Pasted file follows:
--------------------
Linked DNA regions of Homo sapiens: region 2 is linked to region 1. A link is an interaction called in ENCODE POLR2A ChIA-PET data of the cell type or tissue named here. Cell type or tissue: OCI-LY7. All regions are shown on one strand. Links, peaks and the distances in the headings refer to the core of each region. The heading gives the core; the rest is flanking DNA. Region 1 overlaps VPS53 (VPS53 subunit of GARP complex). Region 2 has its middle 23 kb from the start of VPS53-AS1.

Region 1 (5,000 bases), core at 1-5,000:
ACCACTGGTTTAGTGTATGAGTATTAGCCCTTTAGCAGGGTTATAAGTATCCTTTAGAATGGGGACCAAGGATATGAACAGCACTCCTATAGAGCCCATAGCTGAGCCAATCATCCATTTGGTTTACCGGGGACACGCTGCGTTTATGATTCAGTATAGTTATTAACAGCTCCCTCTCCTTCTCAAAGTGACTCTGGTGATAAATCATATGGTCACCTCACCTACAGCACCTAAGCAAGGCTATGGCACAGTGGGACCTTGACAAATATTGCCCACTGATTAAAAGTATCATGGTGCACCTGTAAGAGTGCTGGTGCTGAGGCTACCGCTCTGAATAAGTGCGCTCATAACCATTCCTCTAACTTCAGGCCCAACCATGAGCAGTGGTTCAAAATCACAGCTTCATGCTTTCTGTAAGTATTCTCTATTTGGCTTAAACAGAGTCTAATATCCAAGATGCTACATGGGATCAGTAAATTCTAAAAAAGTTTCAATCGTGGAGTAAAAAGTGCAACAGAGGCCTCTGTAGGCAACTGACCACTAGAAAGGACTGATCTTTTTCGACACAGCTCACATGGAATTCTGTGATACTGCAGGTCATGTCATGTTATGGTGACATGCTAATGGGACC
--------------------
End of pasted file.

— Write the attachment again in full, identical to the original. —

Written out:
Linked DNA regions of Homo sapiens: region 2 is linked to region 1. A link is an interaction called in ENCODE POLR2A ChIA-PET data of the cell type or tissue named here. Cell type or tissue: OCI-LY7. All regions are shown on one strand. Links, peaks and the distances in the headings refer to the core of each region. The heading gives the core; the rest is flanking DNA. Region 1 overlaps VPS53 (VPS53 subunit of GARP complex). Region 2 has its middle 23 kb from the start of VPS53-AS1.

Region 1 (5,000 bases), core at 1-5,000:
ACCACTGGTTTAGTGTATGAGTATTAGCCCTTTAGCAGGGTTATAAGTATCCTTTAGAATGGGGACCAAGGATATGAACAGCACTCCTATAGAGCCCATAGCTGAGCCAATCATCCATTTGGTTTACCGGGGACACGCTGCGTTTATGATTCAGTATAGTTATTAACAGCTCCCTCTCCTTCTCAAAGTGACTCTGGTGATAAATCATATGGTCACCTCACCTACAGCACCTAAGCAAGGCTATGGCACAGTGGGACCTTGACAAATATTGCCCACTGATTAAAAGTATCATGGTGCACCTGTAAGAGTGCTGGTGCTGAGGCTACCGCTCTGAATAAGTGCGCTCATAACCATTCCTCTAACTTCAGGCCCAACCATGAGCAGTGGTTCAAAATCACAGCTTCATGCTTTCTGTAAGTATTCTCTATTTGGCTTAAACAGAGTCTAATATCCAAGATGCTACATGGGATCAGTAAATTCTAAAAAAGTTTCAATCGTGGAGTAAAAAGTGCAACAGAGGCCTCTGTAGGCAACTGACCACTAGAAAGGACTGATCTTTTTCGACACAGCTCACATGGAATTCTGTGATACTGCAGGTCATGTCATGTTATGGTGACATGCTAATGGGACC